In 2018, we saw cryptocurrencies taking a hit after an overly impressive 2017. JP Morgan reports that the cost of mining one Bitcoin is now worth more than its value.
In the fourth quarter, the cost of mining a Bitcoin averaged around $4,060 while the trading cost is $3,600. However, there is a varied range for which a Bitcoin can be mined. For example, Chinese miners can get a Bitcoin by spending just $2,400 in the mining process.
Electricity consumption is one of the biggest factors for the high cost of mining as a lot of electricity is required to power high-performance computers. China’s low-cost miners benefit from direct power purchasing agreements with electricity generators.
According to a JP Morgan analyst, “the drop in Bitcoin prices from around $6,500 throughout much of October to below $4,000 now has increasingly pushed margins further and further negative for just about every region except low-cost Chinese miners.”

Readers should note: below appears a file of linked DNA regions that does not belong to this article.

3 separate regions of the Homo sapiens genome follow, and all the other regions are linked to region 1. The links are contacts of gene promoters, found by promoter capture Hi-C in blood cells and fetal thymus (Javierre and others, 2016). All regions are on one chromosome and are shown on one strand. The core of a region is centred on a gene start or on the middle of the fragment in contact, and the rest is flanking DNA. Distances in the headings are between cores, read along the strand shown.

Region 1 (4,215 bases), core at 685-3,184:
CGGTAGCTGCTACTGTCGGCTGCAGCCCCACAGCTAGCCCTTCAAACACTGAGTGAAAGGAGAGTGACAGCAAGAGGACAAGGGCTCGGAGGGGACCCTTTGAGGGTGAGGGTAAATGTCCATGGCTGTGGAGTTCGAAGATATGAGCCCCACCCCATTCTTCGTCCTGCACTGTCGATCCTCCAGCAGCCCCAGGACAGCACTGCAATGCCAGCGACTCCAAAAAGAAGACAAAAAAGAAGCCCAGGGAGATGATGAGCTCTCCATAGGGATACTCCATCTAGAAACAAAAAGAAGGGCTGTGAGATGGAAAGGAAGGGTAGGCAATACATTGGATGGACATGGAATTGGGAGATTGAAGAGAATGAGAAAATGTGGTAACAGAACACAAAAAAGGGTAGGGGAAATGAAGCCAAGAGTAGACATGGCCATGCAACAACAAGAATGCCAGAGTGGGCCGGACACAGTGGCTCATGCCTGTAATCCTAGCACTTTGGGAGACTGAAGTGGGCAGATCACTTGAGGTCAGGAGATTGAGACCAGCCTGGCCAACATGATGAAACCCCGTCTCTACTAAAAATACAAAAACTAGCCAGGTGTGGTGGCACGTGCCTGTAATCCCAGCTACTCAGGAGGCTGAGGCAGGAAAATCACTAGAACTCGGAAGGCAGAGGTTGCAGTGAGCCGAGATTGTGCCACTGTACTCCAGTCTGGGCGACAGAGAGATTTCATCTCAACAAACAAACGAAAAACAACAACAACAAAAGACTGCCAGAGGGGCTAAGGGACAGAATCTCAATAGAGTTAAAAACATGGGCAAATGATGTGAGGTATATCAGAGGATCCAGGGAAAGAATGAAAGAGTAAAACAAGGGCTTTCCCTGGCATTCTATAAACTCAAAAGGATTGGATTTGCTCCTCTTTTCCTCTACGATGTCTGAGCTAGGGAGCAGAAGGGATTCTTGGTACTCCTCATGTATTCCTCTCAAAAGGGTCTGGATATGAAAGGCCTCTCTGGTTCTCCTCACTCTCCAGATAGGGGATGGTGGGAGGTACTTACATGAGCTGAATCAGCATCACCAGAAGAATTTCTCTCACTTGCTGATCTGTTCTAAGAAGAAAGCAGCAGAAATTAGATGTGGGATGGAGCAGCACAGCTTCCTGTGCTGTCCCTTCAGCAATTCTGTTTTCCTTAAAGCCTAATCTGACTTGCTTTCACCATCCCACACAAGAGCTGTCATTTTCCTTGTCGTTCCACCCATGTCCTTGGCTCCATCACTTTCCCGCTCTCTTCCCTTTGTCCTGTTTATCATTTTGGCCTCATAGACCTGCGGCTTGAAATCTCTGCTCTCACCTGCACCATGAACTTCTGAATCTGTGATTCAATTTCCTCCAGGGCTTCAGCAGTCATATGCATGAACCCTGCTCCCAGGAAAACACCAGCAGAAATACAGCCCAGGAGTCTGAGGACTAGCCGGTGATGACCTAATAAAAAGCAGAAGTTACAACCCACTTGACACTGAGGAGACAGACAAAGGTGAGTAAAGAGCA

With declining profits, miners, other than China-based, will be forced to abandon the business. However, studies show that production shares of cryptominers in the Czech Republic, Iceland, and the U.S. have witnessed a slight increase over the past year.
Compared to other assets, Bitcoin’s correlation is nearly zero. While S&P 500 saw a decline of just 6.2%, Bitcoin tanked as much as 74%.
Cryptocurrencies are not a favorable asset now if you are planning to invest and build a portfolio. Predictions say that 2019 could be another flat year for digital currencies.
Where do you think Bitcoin strayed from its successful path? Tell us in the comments below.
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